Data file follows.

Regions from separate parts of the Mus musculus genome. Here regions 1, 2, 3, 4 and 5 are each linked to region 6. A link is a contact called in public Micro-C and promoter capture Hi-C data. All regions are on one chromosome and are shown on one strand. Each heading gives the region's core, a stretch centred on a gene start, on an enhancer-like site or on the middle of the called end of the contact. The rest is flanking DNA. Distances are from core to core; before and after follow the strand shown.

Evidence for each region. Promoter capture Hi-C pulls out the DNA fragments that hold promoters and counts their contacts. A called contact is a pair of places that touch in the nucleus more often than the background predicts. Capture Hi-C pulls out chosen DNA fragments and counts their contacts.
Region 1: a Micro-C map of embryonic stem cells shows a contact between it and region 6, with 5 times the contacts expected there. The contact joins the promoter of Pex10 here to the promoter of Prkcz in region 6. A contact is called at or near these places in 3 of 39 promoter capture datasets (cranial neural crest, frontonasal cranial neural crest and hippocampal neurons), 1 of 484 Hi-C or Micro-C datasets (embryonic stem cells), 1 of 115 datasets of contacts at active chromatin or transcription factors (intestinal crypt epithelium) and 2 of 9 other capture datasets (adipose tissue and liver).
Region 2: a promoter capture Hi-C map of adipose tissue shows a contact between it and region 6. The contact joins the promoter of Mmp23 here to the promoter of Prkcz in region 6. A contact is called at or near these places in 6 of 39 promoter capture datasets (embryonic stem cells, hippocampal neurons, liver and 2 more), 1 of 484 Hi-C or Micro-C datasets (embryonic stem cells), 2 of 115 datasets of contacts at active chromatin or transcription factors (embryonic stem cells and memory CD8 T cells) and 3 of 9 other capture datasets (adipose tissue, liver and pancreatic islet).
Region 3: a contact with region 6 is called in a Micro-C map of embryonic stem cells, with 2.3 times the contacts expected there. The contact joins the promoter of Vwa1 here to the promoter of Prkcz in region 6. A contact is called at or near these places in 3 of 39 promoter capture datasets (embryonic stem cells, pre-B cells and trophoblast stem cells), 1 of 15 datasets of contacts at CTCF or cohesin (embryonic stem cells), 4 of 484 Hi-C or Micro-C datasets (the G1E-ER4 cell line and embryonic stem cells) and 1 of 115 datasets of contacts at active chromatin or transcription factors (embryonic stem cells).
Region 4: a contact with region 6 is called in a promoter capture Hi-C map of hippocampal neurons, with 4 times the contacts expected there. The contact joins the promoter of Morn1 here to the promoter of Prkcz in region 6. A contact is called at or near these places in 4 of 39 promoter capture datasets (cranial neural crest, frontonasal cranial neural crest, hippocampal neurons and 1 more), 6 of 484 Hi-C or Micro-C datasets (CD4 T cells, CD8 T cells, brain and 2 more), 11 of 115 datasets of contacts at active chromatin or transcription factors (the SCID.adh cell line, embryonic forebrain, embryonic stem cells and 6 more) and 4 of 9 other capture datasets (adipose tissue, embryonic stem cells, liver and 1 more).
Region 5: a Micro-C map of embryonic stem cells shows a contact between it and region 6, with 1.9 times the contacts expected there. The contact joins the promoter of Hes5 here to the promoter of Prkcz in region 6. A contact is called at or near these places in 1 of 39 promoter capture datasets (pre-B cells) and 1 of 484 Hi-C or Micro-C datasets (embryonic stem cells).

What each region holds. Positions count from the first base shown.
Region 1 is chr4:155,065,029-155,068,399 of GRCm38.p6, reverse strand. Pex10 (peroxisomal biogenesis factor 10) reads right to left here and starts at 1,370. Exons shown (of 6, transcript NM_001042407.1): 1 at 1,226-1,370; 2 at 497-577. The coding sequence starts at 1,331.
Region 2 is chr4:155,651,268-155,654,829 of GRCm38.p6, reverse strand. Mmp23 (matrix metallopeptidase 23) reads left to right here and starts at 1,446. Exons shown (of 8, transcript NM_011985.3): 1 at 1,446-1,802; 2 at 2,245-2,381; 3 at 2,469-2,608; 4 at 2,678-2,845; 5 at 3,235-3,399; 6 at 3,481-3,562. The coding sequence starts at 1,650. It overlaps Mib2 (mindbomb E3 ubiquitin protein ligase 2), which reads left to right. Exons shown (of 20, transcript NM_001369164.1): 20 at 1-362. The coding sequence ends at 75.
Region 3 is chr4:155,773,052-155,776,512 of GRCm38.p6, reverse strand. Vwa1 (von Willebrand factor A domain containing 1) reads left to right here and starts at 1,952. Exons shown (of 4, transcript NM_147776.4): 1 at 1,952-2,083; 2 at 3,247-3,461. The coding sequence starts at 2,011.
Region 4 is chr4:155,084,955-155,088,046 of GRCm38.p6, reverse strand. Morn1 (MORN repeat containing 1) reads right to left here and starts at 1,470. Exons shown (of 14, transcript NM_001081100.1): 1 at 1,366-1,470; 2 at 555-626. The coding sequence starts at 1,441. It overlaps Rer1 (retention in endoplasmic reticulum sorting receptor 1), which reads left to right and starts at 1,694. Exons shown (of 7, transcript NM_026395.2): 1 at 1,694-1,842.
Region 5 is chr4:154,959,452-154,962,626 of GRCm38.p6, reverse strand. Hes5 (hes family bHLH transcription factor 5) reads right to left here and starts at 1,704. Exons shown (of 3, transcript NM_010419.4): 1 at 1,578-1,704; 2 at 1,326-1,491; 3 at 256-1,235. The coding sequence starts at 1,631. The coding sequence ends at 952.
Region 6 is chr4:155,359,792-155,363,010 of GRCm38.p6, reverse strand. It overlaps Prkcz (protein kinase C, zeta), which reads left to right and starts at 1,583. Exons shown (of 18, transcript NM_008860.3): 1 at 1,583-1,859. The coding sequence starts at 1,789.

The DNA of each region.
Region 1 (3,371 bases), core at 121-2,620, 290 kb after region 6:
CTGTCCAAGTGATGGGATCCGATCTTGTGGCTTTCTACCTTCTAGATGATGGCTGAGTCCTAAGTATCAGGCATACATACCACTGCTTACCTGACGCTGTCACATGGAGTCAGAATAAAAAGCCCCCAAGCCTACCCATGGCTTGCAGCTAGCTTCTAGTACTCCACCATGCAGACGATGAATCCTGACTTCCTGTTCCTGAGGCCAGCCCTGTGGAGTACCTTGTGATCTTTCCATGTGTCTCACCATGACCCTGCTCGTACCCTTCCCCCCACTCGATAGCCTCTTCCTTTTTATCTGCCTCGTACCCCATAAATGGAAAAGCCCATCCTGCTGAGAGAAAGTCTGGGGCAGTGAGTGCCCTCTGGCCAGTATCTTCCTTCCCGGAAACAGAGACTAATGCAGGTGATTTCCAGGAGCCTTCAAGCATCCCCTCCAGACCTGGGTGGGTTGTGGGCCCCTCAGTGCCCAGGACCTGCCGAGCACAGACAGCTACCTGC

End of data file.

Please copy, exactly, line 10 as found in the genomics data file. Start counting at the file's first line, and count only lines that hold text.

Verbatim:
Region 2 is chr4:155,651,268-155,654,829 of GRCm38.p6, reverse strand. Mmp23 (matrix metallopeptidase 23) reads left to right here and starts at 1,446. Exons shown (of 8, transcript NM_011985.3): 1 at 1,446-1,802; 2 at 2,245-2,381; 3 at 2,469-2,608; 4 at 2,678-2,845; 5 at 3,235-3,399; 6 at 3,481-3,562. The coding sequence starts at 1,650. It overlaps Mib2 (mindbomb E3 ubiquitin protein ligase 2), which reads left to right. Exons shown (of 20, transcript NM_001369164.1): 20 at 1-362. The coding sequence ends at 75.